**Background:**

Let $G$ be a linear algebraic group over an algebraically closed field $k$ and let $I \subseteq k[G]$ be the ideal of the identity element. The hyperalgebra $U(G)$ of $G$ is defined to be the subspace of the linear dual of $k[G]$ consisting of all $f$ such that $f(I^n) = 0$ for some $n > 0$; then there is a natural Hopf algebra structure on $U(G)$.

Given any Hopf algebra $A$ over a field $k$, one can also define the Hopf dual $A^*$ of as follows: Let $A^*$ be the subspace of the full linear dual of $A$ consisting of elements that vanish on some two-sided ideal of $A$ of finite codimension. Then $A^*$ has a natural Hopf algebra structure.

EDIT: As pointed out in comments, I am using what might be nonstandard terminology -- perhaps I should write $A^\circ$ instead of $A^*$.

**Questions**:

I now have two related questions.

1) I assume that in general the hyperalgebra of $G$ is not the same as the Hopf algebra dual of $k[G]$. What *is* the Hopf dual of $k[G]$?

2) Although one obtains $U(G)$ from $k[G]$ by a dual construction, you can't in general obtain $k[G]$ from $U(G)$ -- for example, if $G$ is reductive, you can't get $k[G]$ from $U(G)$ by some sort of duality since the hyperalgebra doesn't see isogeny. Is there something one can say in the reductive case about the structure of the Hopf dual of $U(G)$? More generally, for which algebraic groups $G$ can we obtain $k[G]$ from $U(G)$ by some sort of duality? And when we can do so, is it as simple as just taking the Hopf dual?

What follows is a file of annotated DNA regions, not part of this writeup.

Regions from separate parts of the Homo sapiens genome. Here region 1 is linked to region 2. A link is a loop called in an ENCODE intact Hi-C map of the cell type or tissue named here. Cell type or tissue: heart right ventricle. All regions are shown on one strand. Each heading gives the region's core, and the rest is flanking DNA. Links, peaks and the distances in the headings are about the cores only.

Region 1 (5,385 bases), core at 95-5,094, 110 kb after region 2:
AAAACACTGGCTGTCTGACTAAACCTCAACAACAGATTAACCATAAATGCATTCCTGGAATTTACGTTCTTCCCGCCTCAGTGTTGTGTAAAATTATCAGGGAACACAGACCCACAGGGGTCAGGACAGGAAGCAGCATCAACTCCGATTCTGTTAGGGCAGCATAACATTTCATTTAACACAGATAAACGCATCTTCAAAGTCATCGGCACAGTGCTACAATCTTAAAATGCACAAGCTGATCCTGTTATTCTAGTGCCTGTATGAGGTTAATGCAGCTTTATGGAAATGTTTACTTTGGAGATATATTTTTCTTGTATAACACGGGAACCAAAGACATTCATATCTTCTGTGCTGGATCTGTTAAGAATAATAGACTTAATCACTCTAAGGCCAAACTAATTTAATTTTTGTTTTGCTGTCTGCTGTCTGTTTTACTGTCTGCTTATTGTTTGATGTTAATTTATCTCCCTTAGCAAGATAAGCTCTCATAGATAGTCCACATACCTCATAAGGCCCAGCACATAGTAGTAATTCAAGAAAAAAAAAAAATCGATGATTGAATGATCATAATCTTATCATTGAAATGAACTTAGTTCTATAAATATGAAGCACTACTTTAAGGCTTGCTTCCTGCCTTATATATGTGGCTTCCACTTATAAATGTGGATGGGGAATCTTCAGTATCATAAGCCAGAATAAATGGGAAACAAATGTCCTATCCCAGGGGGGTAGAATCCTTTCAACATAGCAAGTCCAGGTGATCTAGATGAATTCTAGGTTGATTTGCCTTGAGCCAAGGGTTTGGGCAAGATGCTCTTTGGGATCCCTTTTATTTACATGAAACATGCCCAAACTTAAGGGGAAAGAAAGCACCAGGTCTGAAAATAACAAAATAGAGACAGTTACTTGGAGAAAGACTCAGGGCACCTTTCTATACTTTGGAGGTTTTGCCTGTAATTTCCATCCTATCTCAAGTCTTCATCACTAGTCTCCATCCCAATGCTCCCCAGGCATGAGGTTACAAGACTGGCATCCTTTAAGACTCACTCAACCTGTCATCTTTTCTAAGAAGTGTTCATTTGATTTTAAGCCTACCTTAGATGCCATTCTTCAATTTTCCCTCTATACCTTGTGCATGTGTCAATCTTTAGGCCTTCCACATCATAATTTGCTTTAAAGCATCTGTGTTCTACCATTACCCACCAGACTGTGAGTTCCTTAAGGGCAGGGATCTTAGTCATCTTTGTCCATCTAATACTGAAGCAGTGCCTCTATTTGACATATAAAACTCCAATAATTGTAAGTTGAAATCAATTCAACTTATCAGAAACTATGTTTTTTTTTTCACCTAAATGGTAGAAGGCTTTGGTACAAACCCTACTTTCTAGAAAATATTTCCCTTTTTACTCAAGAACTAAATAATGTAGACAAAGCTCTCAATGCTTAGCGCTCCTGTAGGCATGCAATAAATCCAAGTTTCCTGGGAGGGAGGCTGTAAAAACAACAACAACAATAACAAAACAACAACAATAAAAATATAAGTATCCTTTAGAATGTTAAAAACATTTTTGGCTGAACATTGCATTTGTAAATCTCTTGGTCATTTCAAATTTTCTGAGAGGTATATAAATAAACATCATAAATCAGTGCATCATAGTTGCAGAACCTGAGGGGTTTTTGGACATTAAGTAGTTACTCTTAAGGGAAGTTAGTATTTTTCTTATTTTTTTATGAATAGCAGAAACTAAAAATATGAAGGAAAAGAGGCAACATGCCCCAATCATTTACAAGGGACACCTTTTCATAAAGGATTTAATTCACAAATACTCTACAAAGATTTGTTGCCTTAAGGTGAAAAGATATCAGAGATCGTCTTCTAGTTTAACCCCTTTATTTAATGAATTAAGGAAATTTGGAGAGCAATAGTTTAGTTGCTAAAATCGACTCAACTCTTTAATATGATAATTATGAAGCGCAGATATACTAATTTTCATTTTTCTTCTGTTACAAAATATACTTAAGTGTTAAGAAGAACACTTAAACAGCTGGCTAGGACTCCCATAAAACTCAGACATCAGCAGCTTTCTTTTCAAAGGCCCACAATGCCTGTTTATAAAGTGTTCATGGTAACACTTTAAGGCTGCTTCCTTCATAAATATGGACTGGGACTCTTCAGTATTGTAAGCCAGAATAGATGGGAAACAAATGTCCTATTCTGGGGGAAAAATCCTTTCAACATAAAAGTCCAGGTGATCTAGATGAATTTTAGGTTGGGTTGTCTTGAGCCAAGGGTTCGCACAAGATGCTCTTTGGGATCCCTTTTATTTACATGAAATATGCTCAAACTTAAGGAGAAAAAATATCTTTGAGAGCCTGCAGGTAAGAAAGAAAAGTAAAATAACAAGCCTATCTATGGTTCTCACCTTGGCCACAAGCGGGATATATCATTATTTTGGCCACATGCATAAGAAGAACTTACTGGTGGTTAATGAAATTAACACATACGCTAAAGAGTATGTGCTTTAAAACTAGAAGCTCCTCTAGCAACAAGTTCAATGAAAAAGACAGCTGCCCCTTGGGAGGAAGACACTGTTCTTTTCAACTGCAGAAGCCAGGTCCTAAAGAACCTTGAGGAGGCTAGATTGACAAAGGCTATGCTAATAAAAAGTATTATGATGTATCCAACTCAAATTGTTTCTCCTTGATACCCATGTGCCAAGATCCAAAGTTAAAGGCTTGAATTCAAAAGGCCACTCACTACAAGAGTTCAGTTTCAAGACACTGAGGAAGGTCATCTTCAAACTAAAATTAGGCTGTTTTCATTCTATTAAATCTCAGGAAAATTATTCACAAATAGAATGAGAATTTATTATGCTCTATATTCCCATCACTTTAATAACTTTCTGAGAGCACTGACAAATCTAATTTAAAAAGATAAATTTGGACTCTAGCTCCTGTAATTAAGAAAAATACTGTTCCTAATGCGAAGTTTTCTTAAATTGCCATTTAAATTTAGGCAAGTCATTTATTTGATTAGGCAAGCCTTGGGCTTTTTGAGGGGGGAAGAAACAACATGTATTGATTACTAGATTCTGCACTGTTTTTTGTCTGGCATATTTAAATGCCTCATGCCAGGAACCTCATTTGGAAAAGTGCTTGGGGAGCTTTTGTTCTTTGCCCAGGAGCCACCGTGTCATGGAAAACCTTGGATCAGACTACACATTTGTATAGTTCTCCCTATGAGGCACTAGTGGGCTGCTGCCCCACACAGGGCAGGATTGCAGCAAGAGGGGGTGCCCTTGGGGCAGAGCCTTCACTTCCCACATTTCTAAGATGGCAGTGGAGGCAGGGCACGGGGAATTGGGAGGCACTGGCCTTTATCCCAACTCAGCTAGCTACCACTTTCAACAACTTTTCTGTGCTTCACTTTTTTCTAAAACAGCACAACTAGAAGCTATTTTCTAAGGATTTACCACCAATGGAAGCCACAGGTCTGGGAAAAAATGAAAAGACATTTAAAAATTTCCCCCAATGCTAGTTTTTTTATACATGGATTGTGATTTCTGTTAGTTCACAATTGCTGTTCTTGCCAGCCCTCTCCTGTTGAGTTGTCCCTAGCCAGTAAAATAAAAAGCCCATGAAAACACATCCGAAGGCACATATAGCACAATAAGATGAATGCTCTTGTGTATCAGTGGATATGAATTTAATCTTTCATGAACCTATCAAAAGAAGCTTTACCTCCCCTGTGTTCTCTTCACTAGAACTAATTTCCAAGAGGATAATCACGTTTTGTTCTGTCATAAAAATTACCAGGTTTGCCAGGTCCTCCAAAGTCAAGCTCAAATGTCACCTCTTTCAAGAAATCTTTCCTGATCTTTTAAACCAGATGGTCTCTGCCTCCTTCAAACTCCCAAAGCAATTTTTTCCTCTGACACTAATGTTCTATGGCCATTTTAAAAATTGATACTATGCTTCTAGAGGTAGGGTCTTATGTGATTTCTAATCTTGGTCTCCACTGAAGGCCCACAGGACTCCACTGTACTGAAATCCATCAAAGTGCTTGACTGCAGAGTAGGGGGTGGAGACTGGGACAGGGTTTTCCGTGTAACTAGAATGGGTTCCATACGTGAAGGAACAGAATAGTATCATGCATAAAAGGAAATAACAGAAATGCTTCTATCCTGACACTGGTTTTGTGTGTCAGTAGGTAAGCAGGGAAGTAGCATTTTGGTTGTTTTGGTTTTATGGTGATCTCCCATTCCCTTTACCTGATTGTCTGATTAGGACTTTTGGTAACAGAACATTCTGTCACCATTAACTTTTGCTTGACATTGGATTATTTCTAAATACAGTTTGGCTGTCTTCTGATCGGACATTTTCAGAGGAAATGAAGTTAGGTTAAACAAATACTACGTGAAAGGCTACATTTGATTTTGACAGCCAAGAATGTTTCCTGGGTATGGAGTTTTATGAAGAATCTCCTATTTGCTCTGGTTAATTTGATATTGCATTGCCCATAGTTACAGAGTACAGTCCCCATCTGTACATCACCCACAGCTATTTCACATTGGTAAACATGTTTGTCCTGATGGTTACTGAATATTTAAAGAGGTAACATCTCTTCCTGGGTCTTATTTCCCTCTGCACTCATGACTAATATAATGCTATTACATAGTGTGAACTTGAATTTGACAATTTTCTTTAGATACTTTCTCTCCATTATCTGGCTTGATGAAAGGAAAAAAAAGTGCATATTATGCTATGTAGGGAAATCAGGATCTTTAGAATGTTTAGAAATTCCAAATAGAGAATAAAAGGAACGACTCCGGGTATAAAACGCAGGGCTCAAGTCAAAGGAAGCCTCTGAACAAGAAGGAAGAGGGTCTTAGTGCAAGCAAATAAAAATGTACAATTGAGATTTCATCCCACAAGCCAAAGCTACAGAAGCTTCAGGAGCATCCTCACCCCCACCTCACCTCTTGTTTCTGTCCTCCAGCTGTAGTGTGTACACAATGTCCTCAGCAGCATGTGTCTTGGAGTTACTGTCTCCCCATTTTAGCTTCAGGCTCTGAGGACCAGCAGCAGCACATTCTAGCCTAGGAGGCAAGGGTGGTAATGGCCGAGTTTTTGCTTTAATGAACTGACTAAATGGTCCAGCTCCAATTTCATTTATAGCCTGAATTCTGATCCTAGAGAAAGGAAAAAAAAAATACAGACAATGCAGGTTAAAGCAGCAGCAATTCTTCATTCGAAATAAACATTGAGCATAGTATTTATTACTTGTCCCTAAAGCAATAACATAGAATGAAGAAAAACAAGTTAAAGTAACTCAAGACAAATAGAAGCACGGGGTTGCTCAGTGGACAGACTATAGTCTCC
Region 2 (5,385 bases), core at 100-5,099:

`$A^*$`

not as the full dual, but as only those linear maps $A \to k$ that factor through some finite-dimensional quotient algebra. This "Hopf dual" I think is a Hopf algebra with the algebraic tensor product, isn't it? I've usually seen it written not as`$A^*$`

, which should mean the full dual, but as something like $A^\circ$. – Theo Johnson-Freyd Jul 9 '10 at 19:54